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We Are All Directly Affected By Kinder Morgan's Proposal

11/17/2014 02:59 EST | Updated 01/17/2015 05:59 EST
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An oil tanker is docked at the Kinder Morgan terminal on Sept. 8, 2008 in Carteret, N.J. Kinder Morgan Energy Partners LP operates pipelines and terminals for oil and natural gas. (AP Photo/Mark Lennihan)

What do you love about British Columbia's Fraser River, the Gulf Islands, and the Salish Sea? What are your concerns for the future of the Salish Sea region, the health of the B.C. economy and the impacts of climate change? The answers to these personal questions are fundamental to informing decisions about Kinder Morgan's proposed Trans Mountain expansion and are at the heart of "Directly Affected," a new documentary film produced by Vancouver filmmaker Zack Embree and Raincoast Conservation Foundation.

The proposed tripling of the Trans Mountain pipeline's capacity to 890,000 barrels (141,383,399 litres) of tar sands oil per day and consequent five-fold increase in tanker traffic would see more than 400 tankers laden with diluted bitumen travelling the Salish Sea every year.

Numerous risks are associated with Kinder Morgan's proposal that could adversely affect people and wildlife locally, regionally, and globally. These include health and safety concerns, pollution, habitat destruction from tar sands extraction, harm to birds, fish and mammals, the acceleration of global climate change, and the potential for chronic and catastrophic oil spills throughout B.C.'s land, rivers and oceans. These environmental impacts can have ensuing social, cultural and economic consequences. Communities throughout the Salish Sea have legitimate concerns about this proposal that are not being addressed.

It is important to note that beyond the risk of spills, the project will have a range of impacts, many of which cannot be mitigated. Kinder Morgan's own application clearly states that, "the potential effect of the increase in project-related marine vessel traffic is considered to be high magnitude, high probability and significant for southern resident killer whales." These iconic whales are critically endangered and whether they can remain viable, i.e. continue to exist with or without an oil spill, is a pivotal question Raincoast is trying to answer through a population viability analysis.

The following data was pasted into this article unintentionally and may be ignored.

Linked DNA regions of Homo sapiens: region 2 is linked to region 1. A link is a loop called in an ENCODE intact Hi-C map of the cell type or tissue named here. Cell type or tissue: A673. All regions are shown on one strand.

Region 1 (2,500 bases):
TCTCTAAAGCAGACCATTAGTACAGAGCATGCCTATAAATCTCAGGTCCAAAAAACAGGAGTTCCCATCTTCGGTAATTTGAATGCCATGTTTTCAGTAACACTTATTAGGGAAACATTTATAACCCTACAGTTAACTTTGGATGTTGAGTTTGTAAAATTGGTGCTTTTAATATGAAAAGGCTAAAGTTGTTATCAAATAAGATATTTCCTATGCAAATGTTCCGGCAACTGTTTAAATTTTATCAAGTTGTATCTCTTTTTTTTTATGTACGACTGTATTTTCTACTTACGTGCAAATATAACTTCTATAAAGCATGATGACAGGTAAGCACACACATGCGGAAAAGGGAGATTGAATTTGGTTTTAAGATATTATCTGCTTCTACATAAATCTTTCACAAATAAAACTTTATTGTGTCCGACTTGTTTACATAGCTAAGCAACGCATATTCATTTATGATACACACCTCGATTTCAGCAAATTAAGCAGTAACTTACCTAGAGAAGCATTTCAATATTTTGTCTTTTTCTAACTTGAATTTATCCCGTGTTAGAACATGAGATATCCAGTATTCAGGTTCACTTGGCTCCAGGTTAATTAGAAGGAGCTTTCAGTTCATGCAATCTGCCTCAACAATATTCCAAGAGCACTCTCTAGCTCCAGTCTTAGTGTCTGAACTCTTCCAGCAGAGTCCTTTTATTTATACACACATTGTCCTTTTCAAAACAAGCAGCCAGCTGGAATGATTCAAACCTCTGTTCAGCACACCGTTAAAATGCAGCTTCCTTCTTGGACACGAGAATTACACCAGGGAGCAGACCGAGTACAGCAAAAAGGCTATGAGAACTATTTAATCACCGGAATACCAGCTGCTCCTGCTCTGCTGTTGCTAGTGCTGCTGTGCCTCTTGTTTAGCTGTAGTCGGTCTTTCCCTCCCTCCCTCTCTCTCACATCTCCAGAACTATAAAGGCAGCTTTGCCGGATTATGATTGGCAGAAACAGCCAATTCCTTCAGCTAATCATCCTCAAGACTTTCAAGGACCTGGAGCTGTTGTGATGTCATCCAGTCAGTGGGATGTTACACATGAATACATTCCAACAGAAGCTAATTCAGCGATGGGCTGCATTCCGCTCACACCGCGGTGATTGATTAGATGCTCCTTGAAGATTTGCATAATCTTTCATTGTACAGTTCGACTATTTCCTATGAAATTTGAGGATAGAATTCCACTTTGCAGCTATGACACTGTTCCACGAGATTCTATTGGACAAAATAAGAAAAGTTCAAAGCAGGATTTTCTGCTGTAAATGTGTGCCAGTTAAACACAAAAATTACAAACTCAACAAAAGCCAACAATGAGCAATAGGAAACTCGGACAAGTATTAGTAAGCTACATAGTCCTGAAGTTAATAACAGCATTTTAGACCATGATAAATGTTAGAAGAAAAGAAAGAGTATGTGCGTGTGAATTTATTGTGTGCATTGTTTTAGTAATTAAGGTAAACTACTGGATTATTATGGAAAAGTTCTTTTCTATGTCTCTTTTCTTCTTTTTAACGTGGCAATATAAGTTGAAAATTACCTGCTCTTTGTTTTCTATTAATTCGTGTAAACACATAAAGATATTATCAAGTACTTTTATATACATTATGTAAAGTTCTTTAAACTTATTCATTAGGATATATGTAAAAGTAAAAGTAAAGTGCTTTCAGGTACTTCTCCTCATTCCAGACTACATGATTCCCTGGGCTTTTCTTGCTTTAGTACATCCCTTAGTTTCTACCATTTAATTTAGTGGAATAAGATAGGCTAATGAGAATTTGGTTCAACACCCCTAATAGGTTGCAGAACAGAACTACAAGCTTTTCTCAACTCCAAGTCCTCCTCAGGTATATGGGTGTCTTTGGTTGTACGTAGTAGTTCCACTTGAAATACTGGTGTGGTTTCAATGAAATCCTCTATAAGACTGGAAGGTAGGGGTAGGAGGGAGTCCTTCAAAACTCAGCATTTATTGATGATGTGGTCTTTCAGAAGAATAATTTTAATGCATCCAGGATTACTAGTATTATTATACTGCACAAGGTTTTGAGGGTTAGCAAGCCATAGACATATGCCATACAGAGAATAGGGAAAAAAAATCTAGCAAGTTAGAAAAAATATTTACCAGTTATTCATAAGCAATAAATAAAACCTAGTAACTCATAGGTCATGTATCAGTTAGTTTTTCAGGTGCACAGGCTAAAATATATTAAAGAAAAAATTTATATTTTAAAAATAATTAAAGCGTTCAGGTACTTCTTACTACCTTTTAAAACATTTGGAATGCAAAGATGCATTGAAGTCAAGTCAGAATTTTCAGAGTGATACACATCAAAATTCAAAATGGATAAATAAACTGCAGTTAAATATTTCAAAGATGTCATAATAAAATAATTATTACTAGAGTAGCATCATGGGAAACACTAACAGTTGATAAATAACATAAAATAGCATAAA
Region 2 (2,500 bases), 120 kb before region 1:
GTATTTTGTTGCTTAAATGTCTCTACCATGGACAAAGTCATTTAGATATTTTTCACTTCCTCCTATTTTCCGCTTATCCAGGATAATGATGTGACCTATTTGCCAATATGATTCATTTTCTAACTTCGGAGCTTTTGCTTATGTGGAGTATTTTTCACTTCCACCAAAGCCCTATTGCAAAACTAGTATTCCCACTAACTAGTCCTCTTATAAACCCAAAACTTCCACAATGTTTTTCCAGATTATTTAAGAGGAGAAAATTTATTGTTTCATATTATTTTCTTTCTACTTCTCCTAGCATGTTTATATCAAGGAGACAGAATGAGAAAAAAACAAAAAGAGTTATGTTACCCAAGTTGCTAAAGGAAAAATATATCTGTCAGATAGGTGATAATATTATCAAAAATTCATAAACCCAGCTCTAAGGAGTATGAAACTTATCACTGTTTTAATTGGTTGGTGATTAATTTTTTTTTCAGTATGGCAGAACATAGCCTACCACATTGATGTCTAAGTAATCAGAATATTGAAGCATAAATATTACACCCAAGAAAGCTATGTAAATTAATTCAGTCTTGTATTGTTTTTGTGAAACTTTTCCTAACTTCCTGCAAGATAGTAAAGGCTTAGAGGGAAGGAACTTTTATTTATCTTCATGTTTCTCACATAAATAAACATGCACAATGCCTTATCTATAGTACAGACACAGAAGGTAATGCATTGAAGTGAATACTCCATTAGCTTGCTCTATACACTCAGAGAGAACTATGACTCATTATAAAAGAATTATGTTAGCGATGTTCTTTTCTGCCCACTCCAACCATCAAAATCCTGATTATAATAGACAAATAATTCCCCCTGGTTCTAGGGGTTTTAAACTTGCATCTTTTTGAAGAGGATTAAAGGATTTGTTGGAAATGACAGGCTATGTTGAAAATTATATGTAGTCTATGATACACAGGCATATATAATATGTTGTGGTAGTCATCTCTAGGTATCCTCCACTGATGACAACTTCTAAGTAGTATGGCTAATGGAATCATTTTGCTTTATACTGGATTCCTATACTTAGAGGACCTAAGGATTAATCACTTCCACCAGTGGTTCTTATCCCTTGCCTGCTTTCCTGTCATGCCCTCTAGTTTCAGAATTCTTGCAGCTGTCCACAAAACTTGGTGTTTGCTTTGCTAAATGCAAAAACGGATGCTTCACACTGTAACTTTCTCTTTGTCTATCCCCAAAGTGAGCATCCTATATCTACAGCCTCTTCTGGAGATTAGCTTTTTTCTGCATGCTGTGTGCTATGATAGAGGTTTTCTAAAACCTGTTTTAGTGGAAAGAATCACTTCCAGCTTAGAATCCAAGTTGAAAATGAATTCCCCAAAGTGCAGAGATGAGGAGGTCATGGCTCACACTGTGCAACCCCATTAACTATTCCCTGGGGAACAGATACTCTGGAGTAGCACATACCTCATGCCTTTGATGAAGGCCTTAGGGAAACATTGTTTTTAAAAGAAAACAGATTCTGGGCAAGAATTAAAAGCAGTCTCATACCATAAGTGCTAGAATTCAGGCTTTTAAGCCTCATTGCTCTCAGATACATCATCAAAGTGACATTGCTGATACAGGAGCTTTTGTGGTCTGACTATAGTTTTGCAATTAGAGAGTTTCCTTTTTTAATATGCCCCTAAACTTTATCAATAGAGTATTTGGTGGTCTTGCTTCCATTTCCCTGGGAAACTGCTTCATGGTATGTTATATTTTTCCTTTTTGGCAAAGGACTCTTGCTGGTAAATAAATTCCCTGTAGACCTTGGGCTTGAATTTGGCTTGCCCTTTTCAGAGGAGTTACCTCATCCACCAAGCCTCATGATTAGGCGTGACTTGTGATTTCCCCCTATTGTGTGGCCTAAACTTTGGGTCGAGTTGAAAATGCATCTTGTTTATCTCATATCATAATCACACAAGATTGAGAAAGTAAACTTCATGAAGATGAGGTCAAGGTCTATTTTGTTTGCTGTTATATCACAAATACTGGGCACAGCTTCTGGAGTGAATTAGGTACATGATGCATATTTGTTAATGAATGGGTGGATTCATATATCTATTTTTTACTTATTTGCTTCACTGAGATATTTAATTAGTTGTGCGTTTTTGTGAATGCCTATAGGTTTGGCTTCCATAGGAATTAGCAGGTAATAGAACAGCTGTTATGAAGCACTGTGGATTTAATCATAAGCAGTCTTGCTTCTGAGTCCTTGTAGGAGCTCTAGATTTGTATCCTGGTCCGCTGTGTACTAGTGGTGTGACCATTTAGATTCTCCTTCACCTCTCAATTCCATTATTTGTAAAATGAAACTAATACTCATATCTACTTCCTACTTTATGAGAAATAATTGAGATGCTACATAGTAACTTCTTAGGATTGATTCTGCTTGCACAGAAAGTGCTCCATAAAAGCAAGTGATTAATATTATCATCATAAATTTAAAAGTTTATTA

In January, after Bill-C38 weakened environmental legislation and restricted public participation in environmental reviews, the National Energy Board (NEB) opened applications for public participation in their review of the Trans Mountain expansion. However, participation was not encouraged. Applicants had to prove they were "directly affected" or demonstrate relevant knowledge and expertise of the issues while navigating an onerous online system. Discussion of climate change and the upstream impacts of tar sands development were strictly off limits.

While Raincoast supported local communities, individuals, and stakeholder groups with the application procedure, thousands still felt excluded from the NEB process. Exacerbating the public's growing alienation, the NEB decided against any cross examination by interveners, and subsequently permitted Kinder Morgan to leave hundreds of information requests effectively unanswered.

At the same time that we were witnessing the frustrations of citizens being shut out by the NEB, we saw an inspiring diversity of people motivated to stand up for their communities, lands, and waters. Hearing, witnessing, and sharing these frustrations gave us an idea; Ask people directly how they are affected, without restrictions, and give the conversation back to the public.

As the need to address climate change becomes ever more urgent, open public discussions regarding energy developments and hard questions about sustainability should be a priority, not sidestepped as if the tar sands are some untouchable sacred cow. Public participation should be celebrated as evidence of a functioning democracy, not derided as an inconvenience to multinational corporations and their shareholders.

The irony is that the attempted fast-tracking of a "streamlined" environmental assessment process has created significant and unintended blowback, leaving communities like Burnaby with little option but to literally stand in the way.

After voicing their opposition, local community members have been hit with a $5.6 million lawsuit by Kinder Morgan that Vancouver Sun columnist Pete McMartin has termed "an affront to free speech." Simon Fraser University professor and lawsuit defendant Lynne Quarmby has said, "the only world in which it is okay to continue building new infrastructure for fossil fuels with no consideration for the impacts of climate change is a world where we don't care about the future."

Kinder Morgan has just been granted an injunction against opponents who have been blocking crews from doing work in the Burnaby Mountain Conservation Area.​ Kinder Morgan claims the citizen protests have been interfering with survey and drilling work the company needs to complete for its submission to the NEB on the proposed Trans Mountain pipeline expansion.

We encourage you to attend one of the upcoming Directly Affectedscreenings, and more importantly to consider how you are directly affected. This is your story, please help us tell it.

This article was co-authored by Ross Dixon, policy and program manager for Raincoast Conservation Foundation; a previous version ran in the Vancouver Sun.

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Kinder Morgan Pipeline Protest, Fall 2014